On Christmas Eve, heavy snowfall brings a train to a halt near the village of Hemmersby. Several passengers take shelter in a deserted country house, where the fire has been lit and the table laid for tea – but no one is at home.
Trapped together for Christmas, the passengers are seeking to unravel the secrets of the empty house when a murderer strikes in their midst.
I bought Mystery in White
in a pique of festivity last year. I’m led to believe
that I’m far from alone in helping this 1930s crime story creep back into the limelight. It saddens me that this wonderful little book has been out of print for years but I’m so glad that it’s getting a revival.
What I love about books from the glory days of crime writing of Christie and Sayers, and what I loved about Mystery in White
, is that the stories are intriguing and can keep you guessing without being so unsettling that you nearly rip your curtains off their poles trying to shut out the world and its darkness. I’ll admit that the actual mystery part of Mystery in White
is a little
lacking. And Then There Were None
this is not. It’s not that there’s no tension (because there is), it’s more that it’s a different type
of tension. It’s never quite clear whether the threat is from outside the house, inside the house or whether it’s something altogether more supernatural and there were moments where I did do a quick nervous check over my shoulder but there didn’t seem to be the sense of urgency that you might expect from a ‘trapped with a murderer prowling’ story. Perhaps because the characters are quite a stiff upper lip bunch or because the constant drift of snow and the whitewash it leaves breeds a different type of atmosphere. I absolutely wanted to know what the devil was going on in this mysterious house with seemingly haunted furniture but there was something less stomach-clenchingly nerve-wracking about the experience. Like murder for the festive season, you might say!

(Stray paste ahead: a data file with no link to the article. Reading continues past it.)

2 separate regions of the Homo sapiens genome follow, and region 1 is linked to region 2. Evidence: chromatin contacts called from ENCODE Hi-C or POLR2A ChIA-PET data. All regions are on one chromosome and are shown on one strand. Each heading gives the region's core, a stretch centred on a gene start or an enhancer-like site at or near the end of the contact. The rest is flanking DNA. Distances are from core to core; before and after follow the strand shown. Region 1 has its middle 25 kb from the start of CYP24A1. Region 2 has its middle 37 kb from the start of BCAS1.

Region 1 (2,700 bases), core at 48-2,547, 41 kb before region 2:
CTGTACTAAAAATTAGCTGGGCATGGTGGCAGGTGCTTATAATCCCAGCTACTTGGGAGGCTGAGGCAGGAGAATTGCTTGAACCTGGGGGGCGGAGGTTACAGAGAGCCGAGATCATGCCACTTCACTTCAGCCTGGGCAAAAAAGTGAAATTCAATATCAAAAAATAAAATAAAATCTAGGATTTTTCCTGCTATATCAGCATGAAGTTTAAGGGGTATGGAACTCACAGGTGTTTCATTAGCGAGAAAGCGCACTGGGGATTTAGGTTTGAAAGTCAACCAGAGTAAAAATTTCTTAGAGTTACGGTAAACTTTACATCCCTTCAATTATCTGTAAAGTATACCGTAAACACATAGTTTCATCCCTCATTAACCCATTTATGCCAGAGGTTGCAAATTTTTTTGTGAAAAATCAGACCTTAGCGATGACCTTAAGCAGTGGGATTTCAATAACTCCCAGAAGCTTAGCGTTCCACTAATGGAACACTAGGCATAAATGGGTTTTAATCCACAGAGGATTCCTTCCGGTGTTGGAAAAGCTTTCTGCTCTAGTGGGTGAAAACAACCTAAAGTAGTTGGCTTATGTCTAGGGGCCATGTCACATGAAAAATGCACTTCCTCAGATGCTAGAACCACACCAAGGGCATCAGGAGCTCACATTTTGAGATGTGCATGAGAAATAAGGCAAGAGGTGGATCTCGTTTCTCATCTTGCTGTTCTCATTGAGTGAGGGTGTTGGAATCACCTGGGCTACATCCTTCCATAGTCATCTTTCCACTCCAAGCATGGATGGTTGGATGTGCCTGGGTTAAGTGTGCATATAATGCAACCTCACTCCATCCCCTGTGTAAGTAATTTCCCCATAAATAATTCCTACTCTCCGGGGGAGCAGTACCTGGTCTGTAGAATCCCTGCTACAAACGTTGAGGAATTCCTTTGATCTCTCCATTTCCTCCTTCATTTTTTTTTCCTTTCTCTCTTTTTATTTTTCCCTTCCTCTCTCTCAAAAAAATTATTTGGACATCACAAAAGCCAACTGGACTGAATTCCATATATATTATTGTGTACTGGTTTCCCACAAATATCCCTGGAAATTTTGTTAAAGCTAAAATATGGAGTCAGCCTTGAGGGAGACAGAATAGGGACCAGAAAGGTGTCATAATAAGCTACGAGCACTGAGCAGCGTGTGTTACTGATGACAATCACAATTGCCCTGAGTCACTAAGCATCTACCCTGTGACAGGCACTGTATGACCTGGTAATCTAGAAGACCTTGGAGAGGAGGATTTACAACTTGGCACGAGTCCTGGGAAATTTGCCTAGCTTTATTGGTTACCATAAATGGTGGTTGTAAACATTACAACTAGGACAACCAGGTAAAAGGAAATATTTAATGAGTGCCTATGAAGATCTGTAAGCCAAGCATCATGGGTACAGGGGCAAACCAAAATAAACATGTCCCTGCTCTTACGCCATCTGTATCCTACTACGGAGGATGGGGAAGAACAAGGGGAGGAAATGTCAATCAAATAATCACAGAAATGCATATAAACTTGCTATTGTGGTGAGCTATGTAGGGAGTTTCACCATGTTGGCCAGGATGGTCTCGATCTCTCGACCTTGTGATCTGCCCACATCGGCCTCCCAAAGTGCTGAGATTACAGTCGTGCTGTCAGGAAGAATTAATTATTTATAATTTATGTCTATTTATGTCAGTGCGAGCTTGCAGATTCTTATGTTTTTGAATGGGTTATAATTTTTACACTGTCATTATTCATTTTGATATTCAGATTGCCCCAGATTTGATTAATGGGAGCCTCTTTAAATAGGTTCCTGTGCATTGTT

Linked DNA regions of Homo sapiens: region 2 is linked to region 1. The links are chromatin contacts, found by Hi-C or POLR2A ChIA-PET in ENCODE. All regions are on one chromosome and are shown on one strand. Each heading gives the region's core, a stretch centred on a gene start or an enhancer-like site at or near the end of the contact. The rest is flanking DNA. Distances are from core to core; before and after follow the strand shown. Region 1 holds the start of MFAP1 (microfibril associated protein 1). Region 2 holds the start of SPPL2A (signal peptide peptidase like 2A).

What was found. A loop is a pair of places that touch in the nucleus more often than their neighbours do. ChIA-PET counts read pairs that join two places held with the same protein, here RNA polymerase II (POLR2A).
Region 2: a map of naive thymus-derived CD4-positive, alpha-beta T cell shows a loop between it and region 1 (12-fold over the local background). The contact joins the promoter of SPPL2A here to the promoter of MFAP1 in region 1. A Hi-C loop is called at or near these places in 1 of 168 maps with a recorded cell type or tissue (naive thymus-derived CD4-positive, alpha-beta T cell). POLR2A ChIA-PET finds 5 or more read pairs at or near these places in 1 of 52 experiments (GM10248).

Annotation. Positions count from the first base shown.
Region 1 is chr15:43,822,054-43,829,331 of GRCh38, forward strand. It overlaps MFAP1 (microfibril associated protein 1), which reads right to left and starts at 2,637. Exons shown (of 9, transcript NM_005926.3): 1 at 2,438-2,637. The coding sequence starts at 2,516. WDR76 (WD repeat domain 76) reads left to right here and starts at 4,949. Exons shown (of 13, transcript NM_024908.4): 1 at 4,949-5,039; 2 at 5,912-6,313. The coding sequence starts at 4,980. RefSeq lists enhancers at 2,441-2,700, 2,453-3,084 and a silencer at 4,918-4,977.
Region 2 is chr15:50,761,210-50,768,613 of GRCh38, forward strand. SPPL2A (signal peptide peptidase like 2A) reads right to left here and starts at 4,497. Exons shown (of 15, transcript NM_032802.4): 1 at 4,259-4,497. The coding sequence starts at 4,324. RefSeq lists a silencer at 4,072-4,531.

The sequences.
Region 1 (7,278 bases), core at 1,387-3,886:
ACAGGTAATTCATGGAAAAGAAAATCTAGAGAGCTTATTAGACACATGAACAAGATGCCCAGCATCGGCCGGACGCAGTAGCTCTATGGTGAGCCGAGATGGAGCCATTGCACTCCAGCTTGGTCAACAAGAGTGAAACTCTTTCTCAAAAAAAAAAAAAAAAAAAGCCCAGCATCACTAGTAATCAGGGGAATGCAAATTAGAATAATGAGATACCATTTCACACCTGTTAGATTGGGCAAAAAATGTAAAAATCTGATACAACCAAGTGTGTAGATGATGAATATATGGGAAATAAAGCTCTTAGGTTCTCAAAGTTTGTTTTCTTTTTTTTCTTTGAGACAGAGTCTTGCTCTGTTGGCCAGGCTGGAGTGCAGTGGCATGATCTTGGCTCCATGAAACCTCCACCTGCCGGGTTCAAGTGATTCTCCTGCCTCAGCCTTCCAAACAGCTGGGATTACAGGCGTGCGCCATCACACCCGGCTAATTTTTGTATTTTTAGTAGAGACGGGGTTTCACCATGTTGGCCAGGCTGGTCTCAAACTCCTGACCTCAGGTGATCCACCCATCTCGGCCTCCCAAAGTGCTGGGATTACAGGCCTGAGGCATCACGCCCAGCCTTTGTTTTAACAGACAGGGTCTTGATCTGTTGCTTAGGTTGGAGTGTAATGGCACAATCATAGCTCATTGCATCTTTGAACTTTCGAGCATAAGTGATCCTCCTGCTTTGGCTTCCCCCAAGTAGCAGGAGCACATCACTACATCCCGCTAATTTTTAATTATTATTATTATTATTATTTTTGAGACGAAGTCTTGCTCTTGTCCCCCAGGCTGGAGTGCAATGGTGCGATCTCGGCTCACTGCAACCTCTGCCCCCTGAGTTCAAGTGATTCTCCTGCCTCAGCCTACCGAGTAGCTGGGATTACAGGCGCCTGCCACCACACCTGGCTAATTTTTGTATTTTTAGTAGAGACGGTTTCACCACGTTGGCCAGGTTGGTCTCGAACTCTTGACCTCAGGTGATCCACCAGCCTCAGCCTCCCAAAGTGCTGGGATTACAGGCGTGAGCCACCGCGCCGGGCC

Fear not – what Mystery in White
might lack (slightly!) in the intrigue department, it more than makes up for in the charm department. The writing has a warmth to it that just sings ‘golden age’. It’s witty and the sense of humour is dry and I enjoyed every single minute I was reading it. The characters are such a quintessentially British troop – old boreish chap that spent time in India and won’t stop going on about it, a swooning, ankle twisting delicate dancer and an eccentric and super-perceptive psychic investigator. You might not get to spend too long with them but they’re a heck of a lot of fun all the same.
It’s surprisingly comforting to read a ‘trapped in by the snow’ story without first having to have characters explain away their lack of mobile phones or wireless broadband. It’s snowing, the trains aren’t running, the main characters aren’t going anywhere and can’t communicate with the outside world so you can just settle in and enjoy.
I don’t want to say too much more. Everything will be much better if you pick it up, ready to be wrong-footed by the shifting chronology and tangled up in a mystery or two. When I picked it up, all I knew was what was on the blurb and this delicious quote that was printed on the back of my edition:
“The horror on the train, great though it may turn out to be, will not compare with the horror that exists here, in this house”
Just great stuff all round.
Overall: If you’re a fan of Christie or Sayers or any other classic mystery writers and you want something festive without anybody falling in love over mince pies, this is the book for you. At only 256 short pages, I just can’t express how perfect this would be for a snowy evening indoors.
Date finished: 09 December 2015
Genre: Fiction; Crime Fiction
Pictured Edition Published: in December 2014 by The British Library